Development, History, and Future of Automated Cell Counters

Research output: Contribution to journalArticlepeer-review

39 Scopus citations


Modern automated hematology instruments use either optical methods (light scatter), impedance-based methods based on the Coulter principle (changes in electrical current induced by blood cells flowing through an electrically charged opening), or a combination of both optical and impedance-based methods. Progressive improvement in these instruments has allowed the enumeration and evaluation of blood cells with great accuracy, precision, and speed at very low cost. Future directions of hematology instrumentation include the addition of new parameters and the development of point-of-care instrumentation. In the future, in-vivo analysis of blood cells may allow noninvasive and near-continuous measurements.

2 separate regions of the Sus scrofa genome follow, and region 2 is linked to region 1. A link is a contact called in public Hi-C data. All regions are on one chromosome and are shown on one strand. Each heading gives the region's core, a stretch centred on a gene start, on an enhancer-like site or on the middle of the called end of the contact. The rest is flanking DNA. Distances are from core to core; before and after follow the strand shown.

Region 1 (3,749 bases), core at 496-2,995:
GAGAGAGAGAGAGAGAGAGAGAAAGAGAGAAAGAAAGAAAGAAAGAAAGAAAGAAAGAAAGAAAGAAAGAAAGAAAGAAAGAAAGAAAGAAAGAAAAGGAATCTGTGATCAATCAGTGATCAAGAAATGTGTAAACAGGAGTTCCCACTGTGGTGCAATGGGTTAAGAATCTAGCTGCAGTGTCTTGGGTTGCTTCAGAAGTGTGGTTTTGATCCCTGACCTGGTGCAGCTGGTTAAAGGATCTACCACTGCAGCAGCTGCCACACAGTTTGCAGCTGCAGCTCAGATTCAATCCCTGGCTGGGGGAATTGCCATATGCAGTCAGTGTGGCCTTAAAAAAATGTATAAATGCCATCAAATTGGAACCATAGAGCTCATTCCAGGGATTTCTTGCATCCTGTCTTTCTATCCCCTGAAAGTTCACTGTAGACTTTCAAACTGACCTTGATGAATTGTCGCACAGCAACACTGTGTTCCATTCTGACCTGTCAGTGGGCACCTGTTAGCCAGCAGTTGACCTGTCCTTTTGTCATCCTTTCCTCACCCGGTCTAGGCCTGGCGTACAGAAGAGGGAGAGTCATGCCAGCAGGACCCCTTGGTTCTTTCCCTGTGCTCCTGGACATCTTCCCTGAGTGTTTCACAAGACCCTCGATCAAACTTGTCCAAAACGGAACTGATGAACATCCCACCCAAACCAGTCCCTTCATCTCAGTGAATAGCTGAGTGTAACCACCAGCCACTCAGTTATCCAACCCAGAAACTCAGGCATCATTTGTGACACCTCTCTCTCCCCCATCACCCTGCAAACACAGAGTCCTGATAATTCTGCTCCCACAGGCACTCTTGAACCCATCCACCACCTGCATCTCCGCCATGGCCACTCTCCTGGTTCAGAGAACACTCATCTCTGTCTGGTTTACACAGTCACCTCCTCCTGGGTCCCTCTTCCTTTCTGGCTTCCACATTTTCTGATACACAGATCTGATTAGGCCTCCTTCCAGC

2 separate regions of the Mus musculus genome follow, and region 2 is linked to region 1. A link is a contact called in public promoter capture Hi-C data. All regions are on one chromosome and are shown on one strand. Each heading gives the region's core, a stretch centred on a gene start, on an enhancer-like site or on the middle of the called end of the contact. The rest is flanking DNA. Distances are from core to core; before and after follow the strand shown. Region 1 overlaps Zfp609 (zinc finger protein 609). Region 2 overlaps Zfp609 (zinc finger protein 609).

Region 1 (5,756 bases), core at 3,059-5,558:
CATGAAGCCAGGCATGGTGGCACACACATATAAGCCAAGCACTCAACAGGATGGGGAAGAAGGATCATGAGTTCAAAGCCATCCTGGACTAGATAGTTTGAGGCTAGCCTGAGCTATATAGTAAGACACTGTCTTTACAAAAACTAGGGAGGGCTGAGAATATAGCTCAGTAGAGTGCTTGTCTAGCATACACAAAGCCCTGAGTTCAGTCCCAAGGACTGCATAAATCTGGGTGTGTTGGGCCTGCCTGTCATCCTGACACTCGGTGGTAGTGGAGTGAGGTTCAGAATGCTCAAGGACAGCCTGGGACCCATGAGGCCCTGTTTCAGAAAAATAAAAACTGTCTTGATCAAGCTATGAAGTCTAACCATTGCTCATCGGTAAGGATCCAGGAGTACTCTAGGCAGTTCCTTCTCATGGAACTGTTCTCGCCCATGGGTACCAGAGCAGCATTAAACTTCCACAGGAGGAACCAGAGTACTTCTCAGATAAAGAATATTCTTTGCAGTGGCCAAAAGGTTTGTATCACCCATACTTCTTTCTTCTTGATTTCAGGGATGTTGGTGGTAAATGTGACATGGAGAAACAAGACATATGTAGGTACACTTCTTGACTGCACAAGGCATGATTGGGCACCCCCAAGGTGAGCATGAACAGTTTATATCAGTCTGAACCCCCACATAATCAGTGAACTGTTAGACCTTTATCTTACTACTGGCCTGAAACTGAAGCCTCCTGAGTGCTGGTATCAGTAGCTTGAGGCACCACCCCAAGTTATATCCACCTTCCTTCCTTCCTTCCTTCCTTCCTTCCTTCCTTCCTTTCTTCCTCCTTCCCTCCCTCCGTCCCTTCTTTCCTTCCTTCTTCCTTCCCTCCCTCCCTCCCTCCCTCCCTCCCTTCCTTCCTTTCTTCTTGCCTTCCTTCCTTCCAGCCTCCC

Original languageEnglish (US)
Pages (from-to)1-10
Number of pages10
JournalClinics in Laboratory Medicine
Issue number1
StatePublished - Mar 1 2015


  • Automated cell counter
  • Blood
  • Electrical impedance counting
  • Flow cytometry
  • Hematology
  • Hemoglobin
  • Light scattering
  • Point of Care

ASJC Scopus subject areas

  • Biochemistry, medical
  • Clinical Biochemistry


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